…“When we build a home today, we want it to last for 100-years,” he said.

“So we have to think, are we building it in the right place, to the right standards and specifications?”

Housing Minister defends the government’s Rebuilding Ireland plan during Cork visit (Eoin English, The Irish Examiner)

Pic: Cork City Council


O’Devaney Gardens site in Dublin 7; letter from Bartra Capital Property Group CEO Michael Flannery to Dublin City Council dated October 31, 2019

Further to a post yesterday about Dublin City Council’s controversial vote on a fresh €7million deal with Bartra Capital for the regeneration of O’Devaney Gardens in Dublin…

Journalist Lois Kapila, in Dublin Inquirer, has written a detailed account of that meeting on Monday night.

In her report, she refers to a letter sent from Bartra Capital Property Group CEO Michael Flannery to Dublin City Council dated October 31, 2019 (pictured above).

Ms Kapila reports:

The big change from last month, when councillors delayed voting and said they’d seek a better deal, and this month, when they voted to back the deal, was the offer of “affordable” rental housing on the site.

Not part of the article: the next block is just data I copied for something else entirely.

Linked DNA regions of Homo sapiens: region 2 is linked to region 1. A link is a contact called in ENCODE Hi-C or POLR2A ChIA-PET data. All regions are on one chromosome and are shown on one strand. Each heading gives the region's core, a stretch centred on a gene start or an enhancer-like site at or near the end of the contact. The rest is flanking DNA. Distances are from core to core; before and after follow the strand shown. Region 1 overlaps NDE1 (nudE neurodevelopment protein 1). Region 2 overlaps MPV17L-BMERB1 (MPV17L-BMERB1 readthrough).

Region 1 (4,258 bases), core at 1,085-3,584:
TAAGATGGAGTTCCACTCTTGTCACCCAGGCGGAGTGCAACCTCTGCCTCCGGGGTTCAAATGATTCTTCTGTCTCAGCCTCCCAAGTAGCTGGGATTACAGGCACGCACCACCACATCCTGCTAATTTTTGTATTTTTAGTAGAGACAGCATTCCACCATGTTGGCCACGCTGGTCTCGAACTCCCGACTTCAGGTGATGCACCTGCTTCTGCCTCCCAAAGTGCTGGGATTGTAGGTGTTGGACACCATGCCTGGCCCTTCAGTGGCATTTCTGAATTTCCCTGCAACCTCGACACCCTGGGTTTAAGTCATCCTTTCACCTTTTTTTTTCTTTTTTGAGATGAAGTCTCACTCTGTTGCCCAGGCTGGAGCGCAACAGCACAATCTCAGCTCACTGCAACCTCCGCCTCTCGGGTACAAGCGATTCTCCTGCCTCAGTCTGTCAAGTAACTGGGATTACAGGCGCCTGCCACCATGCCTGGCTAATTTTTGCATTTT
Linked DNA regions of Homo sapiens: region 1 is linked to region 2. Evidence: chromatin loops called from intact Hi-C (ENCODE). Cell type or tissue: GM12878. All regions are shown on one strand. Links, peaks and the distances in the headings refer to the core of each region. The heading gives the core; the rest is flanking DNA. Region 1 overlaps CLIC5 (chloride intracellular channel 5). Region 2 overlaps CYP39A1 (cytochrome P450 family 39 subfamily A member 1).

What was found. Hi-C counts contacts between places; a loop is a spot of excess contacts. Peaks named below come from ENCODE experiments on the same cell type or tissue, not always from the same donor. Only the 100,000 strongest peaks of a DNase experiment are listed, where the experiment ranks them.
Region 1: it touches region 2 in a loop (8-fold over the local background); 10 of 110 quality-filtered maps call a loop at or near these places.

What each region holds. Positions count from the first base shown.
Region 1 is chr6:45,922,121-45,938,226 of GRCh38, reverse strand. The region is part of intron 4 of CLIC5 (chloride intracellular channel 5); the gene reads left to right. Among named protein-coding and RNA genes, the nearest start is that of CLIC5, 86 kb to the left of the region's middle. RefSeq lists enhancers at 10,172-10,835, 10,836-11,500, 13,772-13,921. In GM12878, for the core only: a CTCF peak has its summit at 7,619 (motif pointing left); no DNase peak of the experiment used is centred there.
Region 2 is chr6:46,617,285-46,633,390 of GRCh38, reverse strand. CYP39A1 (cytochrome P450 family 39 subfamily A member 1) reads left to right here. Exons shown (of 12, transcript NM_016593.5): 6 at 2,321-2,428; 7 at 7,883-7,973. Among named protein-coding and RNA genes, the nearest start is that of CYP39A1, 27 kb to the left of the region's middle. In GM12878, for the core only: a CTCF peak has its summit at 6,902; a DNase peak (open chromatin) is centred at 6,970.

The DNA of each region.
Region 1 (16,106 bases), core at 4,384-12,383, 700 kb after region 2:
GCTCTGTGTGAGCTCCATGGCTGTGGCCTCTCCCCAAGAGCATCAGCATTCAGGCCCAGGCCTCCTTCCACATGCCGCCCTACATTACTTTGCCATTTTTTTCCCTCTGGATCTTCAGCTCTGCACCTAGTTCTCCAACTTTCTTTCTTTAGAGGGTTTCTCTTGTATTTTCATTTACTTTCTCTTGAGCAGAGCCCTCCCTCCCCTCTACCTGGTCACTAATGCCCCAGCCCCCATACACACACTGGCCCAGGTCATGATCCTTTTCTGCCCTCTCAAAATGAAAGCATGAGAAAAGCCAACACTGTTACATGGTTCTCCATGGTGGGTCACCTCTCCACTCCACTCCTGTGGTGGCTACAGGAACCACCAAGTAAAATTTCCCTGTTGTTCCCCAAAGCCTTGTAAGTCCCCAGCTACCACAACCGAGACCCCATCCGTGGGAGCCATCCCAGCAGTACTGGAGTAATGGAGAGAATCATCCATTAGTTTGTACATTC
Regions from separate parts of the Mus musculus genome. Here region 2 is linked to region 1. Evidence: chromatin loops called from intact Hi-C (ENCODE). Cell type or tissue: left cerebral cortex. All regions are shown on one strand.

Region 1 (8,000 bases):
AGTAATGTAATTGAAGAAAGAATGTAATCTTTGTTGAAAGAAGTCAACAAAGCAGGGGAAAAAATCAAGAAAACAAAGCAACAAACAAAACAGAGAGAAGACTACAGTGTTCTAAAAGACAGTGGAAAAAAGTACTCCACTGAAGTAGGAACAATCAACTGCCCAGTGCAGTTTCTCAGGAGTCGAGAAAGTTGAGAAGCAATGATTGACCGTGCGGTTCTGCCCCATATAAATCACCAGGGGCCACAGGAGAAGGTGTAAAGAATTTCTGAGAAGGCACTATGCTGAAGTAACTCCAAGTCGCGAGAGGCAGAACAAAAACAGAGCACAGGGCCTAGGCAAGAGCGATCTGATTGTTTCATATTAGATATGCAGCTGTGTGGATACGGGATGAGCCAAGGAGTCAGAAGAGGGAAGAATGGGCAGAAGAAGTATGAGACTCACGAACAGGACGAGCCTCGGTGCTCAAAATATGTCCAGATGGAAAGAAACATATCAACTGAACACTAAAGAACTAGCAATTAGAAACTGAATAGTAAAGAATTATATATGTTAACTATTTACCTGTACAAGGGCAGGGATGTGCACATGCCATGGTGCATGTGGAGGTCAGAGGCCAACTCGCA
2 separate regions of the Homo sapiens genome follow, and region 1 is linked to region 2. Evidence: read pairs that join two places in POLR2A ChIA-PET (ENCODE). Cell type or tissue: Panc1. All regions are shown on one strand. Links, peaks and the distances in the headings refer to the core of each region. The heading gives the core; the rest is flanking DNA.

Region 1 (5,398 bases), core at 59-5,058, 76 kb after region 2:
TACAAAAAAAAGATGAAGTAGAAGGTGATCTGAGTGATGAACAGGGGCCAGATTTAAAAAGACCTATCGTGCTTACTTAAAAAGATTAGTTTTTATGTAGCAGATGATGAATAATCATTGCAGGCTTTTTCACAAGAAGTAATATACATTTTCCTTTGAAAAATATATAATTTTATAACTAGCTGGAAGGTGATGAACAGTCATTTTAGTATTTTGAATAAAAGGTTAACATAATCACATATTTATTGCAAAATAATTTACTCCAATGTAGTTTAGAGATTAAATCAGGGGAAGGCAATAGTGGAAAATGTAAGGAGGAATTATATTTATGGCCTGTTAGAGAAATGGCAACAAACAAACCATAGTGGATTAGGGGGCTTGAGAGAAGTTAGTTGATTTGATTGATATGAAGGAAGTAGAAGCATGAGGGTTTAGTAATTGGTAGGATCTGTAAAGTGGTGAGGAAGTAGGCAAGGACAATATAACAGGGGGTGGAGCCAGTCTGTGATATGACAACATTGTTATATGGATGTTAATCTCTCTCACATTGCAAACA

The deal on the table last month included 248 social homes, 165 “affordable” homes for sale, and 411 market-rate private homes.

After that, though, Bartra Capital Property CEO Michael Flannery said the company would be willing to enter into an “option arrangement” with the council, or its nominee, which would give the council the right to buy some or all of the 411 private “at the average prices per unit type” set out in Bartra’s final tender.